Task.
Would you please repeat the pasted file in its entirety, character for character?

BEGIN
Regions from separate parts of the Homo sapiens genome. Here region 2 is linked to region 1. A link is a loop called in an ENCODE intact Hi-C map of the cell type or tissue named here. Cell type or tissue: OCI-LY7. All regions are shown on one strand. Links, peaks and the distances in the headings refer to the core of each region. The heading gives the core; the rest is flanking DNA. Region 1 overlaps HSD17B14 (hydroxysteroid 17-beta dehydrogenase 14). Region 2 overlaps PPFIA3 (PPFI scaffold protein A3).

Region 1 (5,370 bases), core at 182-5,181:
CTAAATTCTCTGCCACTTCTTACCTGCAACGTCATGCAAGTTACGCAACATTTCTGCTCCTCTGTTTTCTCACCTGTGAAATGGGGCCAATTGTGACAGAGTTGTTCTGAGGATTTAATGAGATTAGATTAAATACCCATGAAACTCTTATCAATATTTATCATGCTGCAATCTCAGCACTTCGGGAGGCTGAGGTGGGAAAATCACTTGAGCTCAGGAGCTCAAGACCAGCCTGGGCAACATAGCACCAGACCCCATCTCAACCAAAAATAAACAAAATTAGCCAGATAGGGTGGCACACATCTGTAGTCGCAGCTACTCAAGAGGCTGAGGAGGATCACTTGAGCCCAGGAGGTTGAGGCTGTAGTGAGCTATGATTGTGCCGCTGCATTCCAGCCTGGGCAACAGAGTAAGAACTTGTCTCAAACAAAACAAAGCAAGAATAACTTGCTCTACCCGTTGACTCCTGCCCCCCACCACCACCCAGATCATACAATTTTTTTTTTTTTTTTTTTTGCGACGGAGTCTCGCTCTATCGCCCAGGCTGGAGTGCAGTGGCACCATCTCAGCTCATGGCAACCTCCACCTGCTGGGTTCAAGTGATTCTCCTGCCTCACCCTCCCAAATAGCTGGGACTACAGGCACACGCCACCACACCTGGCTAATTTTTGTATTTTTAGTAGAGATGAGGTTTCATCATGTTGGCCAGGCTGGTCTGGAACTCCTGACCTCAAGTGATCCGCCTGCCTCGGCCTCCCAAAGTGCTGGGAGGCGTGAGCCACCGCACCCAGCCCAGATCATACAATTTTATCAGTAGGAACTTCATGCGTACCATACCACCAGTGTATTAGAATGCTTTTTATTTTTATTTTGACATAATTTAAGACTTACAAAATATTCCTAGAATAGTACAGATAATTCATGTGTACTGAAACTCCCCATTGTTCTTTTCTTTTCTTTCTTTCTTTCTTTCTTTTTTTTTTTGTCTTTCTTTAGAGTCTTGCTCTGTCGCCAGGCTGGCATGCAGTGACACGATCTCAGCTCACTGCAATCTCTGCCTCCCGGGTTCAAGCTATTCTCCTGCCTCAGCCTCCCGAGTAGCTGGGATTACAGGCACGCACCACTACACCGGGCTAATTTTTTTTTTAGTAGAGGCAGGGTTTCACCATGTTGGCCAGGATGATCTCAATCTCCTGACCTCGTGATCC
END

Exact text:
Regions from separate parts of the Homo sapiens genome. Here region 2 is linked to region 1. A link is a loop called in an ENCODE intact Hi-C map of the cell type or tissue named here. Cell type or tissue: OCI-LY7. All regions are shown on one strand. Links, peaks and the distances in the headings refer to the core of each region. The heading gives the core; the rest is flanking DNA. Region 1 overlaps HSD17B14 (hydroxysteroid 17-beta dehydrogenase 14). Region 2 overlaps PPFIA3 (PPFI scaffold protein A3).

Region 1 (5,370 bases), core at 182-5,181:
CTAAATTCTCTGCCACTTCTTACCTGCAACGTCATGCAAGTTACGCAACATTTCTGCTCCTCTGTTTTCTCACCTGTGAAATGGGGCCAATTGTGACAGAGTTGTTCTGAGGATTTAATGAGATTAGATTAAATACCCATGAAACTCTTATCAATATTTATCATGCTGCAATCTCAGCACTTCGGGAGGCTGAGGTGGGAAAATCACTTGAGCTCAGGAGCTCAAGACCAGCCTGGGCAACATAGCACCAGACCCCATCTCAACCAAAAATAAACAAAATTAGCCAGATAGGGTGGCACACATCTGTAGTCGCAGCTACTCAAGAGGCTGAGGAGGATCACTTGAGCCCAGGAGGTTGAGGCTGTAGTGAGCTATGATTGTGCCGCTGCATTCCAGCCTGGGCAACAGAGTAAGAACTTGTCTCAAACAAAACAAAGCAAGAATAACTTGCTCTACCCGTTGACTCCTGCCCCCCACCACCACCCAGATCATACAATTTTTTTTTTTTTTTTTTTTGCGACGGAGTCTCGCTCTATCGCCCAGGCTGGAGTGCAGTGGCACCATCTCAGCTCATGGCAACCTCCACCTGCTGGGTTCAAGTGATTCTCCTGCCTCACCCTCCCAAATAGCTGGGACTACAGGCACACGCCACCACACCTGGCTAATTTTTGTATTTTTAGTAGAGATGAGGTTTCATCATGTTGGCCAGGCTGGTCTGGAACTCCTGACCTCAAGTGATCCGCCTGCCTCGGCCTCCCAAAGTGCTGGGAGGCGTGAGCCACCGCACCCAGCCCAGATCATACAATTTTATCAGTAGGAACTTCATGCGTACCATACCACCAGTGTATTAGAATGCTTTTTATTTTTATTTTGACATAATTTAAGACTTACAAAATATTCCTAGAATAGTACAGATAATTCATGTGTACTGAAACTCCCCATTGTTCTTTTCTTTTCTTTCTTTCTTTCTTTCTTTTTTTTTTTGTCTTTCTTTAGAGTCTTGCTCTGTCGCCAGGCTGGCATGCAGTGACACGATCTCAGCTCACTGCAATCTCTGCCTCCCGGGTTCAAGCTATTCTCCTGCCTCAGCCTCCCGAGTAGCTGGGATTACAGGCACGCACCACTACACCGGGCTAATTTTTTTTTTAGTAGAGGCAGGGTTTCACCATGTTGGCCAGGATGATCTCAATCTCCTGACCTCGTGATCC